Technology

Wendy's takes its shot at AI drive-thrus

The burger chain has four in operation and plans to test more of them this year and next as rival McDonald’s is set to decide the future of its own effort.
Wendy's AI
Wendy's plans to expand its test of drive-thru AI. | Photo courtesy of Wendy's.

The country’s largest fast-food chains appear intent on putting AI in the drive-thru.

The latest effort comes from Wendy’s, which on Monday said that it has four company-operated locations in Columbus, Ohio, with its “Wendy’s FreshAI,” the technology it started developing earlier this year in partnership with Google Cloud.

The Dublin, Ohio-based burger chain said it plans to add the technology in more restaurants this year. It plans to offer franchisees the opportunity to test AI next year.

“Wendy’s FreshAI is not just a speaker and a microphone,” Matt Spessard, chief technology officer for Wendy’s, said in a piece posted to the Wendy’s website. “It’s a personalized, responsive experience for every customer.”

Wendy’s move comes as drive-thru AI appears to be on the verge of widespread adoption in the major fast-food world. Several large-scale restaurant chains have been experimenting with their own programs, typically through partnerships with technology companies.

Last week, for instance, McDonald’s executives said they planned to make a decision on their own test of drive-thru AI next year. The Chicago-based giant is testing the technology in 100 locations.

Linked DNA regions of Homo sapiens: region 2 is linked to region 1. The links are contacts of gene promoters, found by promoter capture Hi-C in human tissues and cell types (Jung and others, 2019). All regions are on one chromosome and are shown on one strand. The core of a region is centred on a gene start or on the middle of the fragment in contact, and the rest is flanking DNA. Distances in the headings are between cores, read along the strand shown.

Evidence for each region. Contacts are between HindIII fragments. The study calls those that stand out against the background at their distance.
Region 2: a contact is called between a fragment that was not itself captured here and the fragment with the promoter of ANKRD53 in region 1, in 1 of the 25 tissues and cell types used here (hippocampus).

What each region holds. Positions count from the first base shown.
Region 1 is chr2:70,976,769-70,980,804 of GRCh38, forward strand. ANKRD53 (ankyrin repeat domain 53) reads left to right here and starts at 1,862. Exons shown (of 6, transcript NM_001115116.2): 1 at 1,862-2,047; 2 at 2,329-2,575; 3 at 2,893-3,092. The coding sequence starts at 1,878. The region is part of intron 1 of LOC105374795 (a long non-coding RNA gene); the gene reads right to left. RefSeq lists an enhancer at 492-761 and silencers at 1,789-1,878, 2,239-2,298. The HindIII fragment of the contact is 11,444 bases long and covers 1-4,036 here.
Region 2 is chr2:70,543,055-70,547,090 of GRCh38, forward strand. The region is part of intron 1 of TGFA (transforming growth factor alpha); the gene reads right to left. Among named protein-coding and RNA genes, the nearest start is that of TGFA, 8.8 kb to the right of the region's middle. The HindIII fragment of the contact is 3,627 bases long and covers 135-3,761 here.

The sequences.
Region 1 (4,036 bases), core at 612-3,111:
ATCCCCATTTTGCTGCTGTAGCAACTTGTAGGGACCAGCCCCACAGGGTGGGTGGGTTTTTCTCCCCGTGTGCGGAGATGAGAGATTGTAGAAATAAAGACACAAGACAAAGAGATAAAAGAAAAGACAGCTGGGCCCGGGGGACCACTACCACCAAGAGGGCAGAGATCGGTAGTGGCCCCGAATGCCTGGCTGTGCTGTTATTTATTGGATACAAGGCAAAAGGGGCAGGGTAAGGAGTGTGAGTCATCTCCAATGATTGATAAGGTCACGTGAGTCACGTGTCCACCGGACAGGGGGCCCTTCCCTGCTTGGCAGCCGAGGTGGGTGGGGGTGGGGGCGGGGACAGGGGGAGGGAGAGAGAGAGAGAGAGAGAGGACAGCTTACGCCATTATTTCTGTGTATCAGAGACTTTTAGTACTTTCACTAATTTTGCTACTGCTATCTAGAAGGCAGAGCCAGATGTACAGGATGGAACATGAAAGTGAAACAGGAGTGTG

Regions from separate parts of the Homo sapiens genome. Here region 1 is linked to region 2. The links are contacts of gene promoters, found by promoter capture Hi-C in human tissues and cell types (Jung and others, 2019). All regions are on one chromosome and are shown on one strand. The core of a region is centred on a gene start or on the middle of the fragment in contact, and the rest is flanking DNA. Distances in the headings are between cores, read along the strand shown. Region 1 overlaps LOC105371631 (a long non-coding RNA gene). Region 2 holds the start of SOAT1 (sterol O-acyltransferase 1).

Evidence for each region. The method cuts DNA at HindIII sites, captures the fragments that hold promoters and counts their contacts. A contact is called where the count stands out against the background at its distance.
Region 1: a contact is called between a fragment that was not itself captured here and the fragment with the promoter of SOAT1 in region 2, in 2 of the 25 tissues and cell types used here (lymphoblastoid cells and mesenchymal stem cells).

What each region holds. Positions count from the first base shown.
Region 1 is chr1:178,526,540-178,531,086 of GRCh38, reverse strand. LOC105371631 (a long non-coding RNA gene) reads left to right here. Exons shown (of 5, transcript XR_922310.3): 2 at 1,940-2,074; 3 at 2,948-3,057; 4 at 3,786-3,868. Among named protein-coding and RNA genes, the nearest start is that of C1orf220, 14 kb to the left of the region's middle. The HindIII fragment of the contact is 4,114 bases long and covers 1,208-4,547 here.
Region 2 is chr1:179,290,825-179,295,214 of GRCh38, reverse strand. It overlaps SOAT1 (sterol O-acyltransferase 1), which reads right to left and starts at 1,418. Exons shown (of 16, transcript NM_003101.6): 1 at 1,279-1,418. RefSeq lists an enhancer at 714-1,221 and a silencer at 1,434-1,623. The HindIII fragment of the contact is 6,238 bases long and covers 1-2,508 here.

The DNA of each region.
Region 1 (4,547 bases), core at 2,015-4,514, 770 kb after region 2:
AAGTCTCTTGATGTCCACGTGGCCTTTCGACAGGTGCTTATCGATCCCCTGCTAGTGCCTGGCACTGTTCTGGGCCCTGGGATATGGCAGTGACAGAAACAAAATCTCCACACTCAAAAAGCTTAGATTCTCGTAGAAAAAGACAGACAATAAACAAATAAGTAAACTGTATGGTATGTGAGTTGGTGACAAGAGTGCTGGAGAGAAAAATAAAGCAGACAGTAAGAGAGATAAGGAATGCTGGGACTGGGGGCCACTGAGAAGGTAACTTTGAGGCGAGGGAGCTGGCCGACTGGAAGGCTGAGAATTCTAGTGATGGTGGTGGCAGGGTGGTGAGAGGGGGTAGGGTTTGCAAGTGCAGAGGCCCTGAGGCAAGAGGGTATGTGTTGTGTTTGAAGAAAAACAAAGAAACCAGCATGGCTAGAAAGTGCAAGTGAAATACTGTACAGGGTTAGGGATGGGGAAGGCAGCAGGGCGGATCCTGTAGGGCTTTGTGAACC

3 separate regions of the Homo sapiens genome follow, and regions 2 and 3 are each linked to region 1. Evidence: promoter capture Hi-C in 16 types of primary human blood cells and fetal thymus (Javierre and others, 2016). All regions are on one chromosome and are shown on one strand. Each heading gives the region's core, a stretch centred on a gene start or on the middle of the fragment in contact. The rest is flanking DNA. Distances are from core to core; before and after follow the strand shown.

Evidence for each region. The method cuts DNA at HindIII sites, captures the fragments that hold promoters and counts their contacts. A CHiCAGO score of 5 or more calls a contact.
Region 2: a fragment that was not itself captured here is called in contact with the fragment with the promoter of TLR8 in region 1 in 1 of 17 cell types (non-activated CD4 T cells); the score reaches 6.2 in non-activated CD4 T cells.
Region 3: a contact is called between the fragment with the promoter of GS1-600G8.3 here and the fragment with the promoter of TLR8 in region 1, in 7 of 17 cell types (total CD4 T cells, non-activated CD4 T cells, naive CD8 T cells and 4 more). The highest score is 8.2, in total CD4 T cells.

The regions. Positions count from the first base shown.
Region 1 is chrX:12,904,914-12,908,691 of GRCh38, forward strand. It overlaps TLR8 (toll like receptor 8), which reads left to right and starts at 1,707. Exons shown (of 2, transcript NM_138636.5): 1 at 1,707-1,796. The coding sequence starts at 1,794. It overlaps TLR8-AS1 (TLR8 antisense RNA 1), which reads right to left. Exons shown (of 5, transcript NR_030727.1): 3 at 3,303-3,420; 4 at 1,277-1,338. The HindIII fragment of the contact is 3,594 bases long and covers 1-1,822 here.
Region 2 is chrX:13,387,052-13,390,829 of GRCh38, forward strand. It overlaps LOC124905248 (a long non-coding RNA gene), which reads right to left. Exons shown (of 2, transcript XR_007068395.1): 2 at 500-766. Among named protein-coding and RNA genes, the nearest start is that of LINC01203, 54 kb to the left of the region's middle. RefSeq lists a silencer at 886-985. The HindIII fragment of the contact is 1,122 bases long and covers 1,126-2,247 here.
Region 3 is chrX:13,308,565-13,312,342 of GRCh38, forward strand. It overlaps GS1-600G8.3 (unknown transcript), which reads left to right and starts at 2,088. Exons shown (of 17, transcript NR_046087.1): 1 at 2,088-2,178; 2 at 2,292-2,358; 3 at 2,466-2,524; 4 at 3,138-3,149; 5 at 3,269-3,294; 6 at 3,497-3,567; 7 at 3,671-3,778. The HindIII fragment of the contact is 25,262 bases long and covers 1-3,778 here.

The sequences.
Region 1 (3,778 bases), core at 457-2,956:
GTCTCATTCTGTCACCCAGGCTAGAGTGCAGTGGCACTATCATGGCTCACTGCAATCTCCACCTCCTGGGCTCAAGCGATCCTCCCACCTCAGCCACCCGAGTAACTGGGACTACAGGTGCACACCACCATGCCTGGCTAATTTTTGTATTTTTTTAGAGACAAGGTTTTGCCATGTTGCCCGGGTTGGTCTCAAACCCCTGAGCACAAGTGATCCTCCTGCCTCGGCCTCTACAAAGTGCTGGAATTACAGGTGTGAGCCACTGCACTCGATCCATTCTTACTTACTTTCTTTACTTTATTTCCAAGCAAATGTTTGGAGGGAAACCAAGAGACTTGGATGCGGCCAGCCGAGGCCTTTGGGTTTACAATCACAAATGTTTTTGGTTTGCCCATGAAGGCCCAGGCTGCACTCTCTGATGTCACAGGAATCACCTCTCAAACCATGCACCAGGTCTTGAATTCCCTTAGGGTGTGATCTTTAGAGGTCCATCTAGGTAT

Numerous smaller chains, such as Checkers, Krystal, White Castle and Hardee’s and Carl’s Jr., have their own drive-thru AI efforts, and large chains such as Dunkin’ are also testing the technology.

For fast-food chains, the benefits are obvious: They help operators reduce the need for labor inside their restaurants. It’s one of the relatively rare technologies that can replace a specific employee position.

Yet brands have been deliberate in their tests of such technology because of the complexity involving ordering and the numerous ways consumers may order food, particularly due to regional dialects and accents. “There are more than 200 billion ways to order a Dave’s Double,” Spessard noted. That can increase mistakes, which can frustrate customers and crew.

Voice AI also digitizes an order that is typically taken by a human, which can ensure suggestive selling or the use of loyalty programs.

It’s also faster. Spessard said one test site had service times that were 22 seconds faster than the market average. As for accuracy, the company typically uses a crew member who joins the conversation to ensure accuracy.

Without that intervention, Spessard said, the accuracy rate for Wendy’s FreshAI is 86% thus far. With the intervention, that increases to 99%.

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